Saturday, July 31, 2010

Strabismus

D's glasses are to treat strabismus its not a strong prescription, but the theory is that his eyes have been over-focusing. Sometimes his left eye is turned inward and sometimes his right is turned inward like in the pictures below. Strabismus can be treated surgically, or with eye patches as well. There is no real proof about what works, its usually a lifetime thing that you keep working at. Our neighbor across the street has strabismus and has been helpful to talk to. We'll try glasses for a few months and if there isn't any improvement, the next option is usually surgery.

They determine the prescription for babies with a little machine that looks in the eye and uses light and shadows and geometry. Pretty amazing.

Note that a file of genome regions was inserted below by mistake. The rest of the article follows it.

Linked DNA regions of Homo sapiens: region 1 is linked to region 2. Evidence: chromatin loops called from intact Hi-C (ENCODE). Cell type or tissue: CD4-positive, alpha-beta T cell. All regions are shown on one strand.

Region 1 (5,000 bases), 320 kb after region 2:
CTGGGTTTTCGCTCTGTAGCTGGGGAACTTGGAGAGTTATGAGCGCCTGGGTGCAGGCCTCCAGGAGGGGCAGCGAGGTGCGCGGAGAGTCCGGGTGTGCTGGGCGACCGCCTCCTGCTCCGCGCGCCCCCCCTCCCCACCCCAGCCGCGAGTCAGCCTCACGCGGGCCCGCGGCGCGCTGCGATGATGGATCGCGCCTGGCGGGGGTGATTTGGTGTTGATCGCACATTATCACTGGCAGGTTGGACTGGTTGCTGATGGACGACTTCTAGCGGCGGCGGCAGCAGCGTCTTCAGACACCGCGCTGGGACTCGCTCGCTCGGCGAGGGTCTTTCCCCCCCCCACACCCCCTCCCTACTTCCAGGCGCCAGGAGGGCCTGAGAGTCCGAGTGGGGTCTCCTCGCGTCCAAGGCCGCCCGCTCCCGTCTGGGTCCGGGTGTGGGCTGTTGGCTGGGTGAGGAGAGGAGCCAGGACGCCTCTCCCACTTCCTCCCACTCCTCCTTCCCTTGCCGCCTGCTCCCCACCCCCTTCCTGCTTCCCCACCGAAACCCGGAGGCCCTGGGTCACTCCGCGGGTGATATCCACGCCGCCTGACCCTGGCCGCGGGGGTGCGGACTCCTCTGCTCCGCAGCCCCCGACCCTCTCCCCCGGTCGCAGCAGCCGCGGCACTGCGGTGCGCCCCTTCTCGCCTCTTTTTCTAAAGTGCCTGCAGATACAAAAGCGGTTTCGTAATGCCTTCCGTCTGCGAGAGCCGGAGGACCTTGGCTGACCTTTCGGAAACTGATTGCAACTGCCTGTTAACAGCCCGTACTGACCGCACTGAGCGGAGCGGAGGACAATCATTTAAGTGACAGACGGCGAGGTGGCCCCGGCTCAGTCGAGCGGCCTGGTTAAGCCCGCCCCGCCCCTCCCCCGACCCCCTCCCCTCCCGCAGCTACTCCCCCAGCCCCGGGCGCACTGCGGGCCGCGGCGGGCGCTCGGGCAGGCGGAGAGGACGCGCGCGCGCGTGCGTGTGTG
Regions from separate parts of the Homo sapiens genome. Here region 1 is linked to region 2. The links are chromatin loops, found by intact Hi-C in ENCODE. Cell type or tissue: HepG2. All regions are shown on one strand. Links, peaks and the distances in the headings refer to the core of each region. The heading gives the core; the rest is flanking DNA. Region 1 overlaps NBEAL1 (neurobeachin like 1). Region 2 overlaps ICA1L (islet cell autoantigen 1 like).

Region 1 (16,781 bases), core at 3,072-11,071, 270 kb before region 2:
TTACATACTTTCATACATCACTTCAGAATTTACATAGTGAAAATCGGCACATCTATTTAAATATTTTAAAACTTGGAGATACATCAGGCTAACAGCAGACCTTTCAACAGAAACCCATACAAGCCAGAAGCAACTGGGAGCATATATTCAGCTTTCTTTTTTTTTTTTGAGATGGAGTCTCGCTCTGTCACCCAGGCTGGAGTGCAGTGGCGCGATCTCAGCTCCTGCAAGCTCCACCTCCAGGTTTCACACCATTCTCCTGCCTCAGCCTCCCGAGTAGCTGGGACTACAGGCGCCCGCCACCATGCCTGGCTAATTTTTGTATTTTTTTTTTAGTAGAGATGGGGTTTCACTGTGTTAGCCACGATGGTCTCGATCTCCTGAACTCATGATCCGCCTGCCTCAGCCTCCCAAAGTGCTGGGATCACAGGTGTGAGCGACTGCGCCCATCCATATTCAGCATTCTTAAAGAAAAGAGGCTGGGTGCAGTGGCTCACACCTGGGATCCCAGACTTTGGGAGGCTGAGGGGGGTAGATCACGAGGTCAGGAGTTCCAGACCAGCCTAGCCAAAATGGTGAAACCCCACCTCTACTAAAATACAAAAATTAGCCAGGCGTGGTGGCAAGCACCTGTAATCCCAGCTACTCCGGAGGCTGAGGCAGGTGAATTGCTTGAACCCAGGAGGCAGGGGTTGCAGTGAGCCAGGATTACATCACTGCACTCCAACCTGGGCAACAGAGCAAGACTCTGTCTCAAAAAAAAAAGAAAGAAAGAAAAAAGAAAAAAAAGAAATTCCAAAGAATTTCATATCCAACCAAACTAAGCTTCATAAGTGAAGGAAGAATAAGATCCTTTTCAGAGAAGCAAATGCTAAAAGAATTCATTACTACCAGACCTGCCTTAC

3 comments:

Becky and the Boys said...

Now I know; thanks! Interesting!

Tabelley said...

Hello Regina! I am Cherryl from the PHilippines. My daugther ( 19-month old) was diagnosed with alternating congenital esotropia when she was about 5 mos. old. February of this year, she had her strabismus surgery. It is unfortunate that the alignment was short-lived. Two months post surgery, her eyes started to alternate again. She is to wear her glasses ( bifocals) and patch (for atleast 30 minutes a day) but it is really a struggle to let her do either of these. I hope you won't mind me asking, how is your baby? Thanks.

Regina said...

I opted against a ped. opthamalogist and surgery, and have been seeing a ped optometrist that specializes in vision therapy for a year and a half instead. My son's eyes are continually getting stronger with the support he is getting. Based on this year, the doctor says the improvement will continue and eventually the eye won't turn at all anymore. I'm very happy with our treatment choice!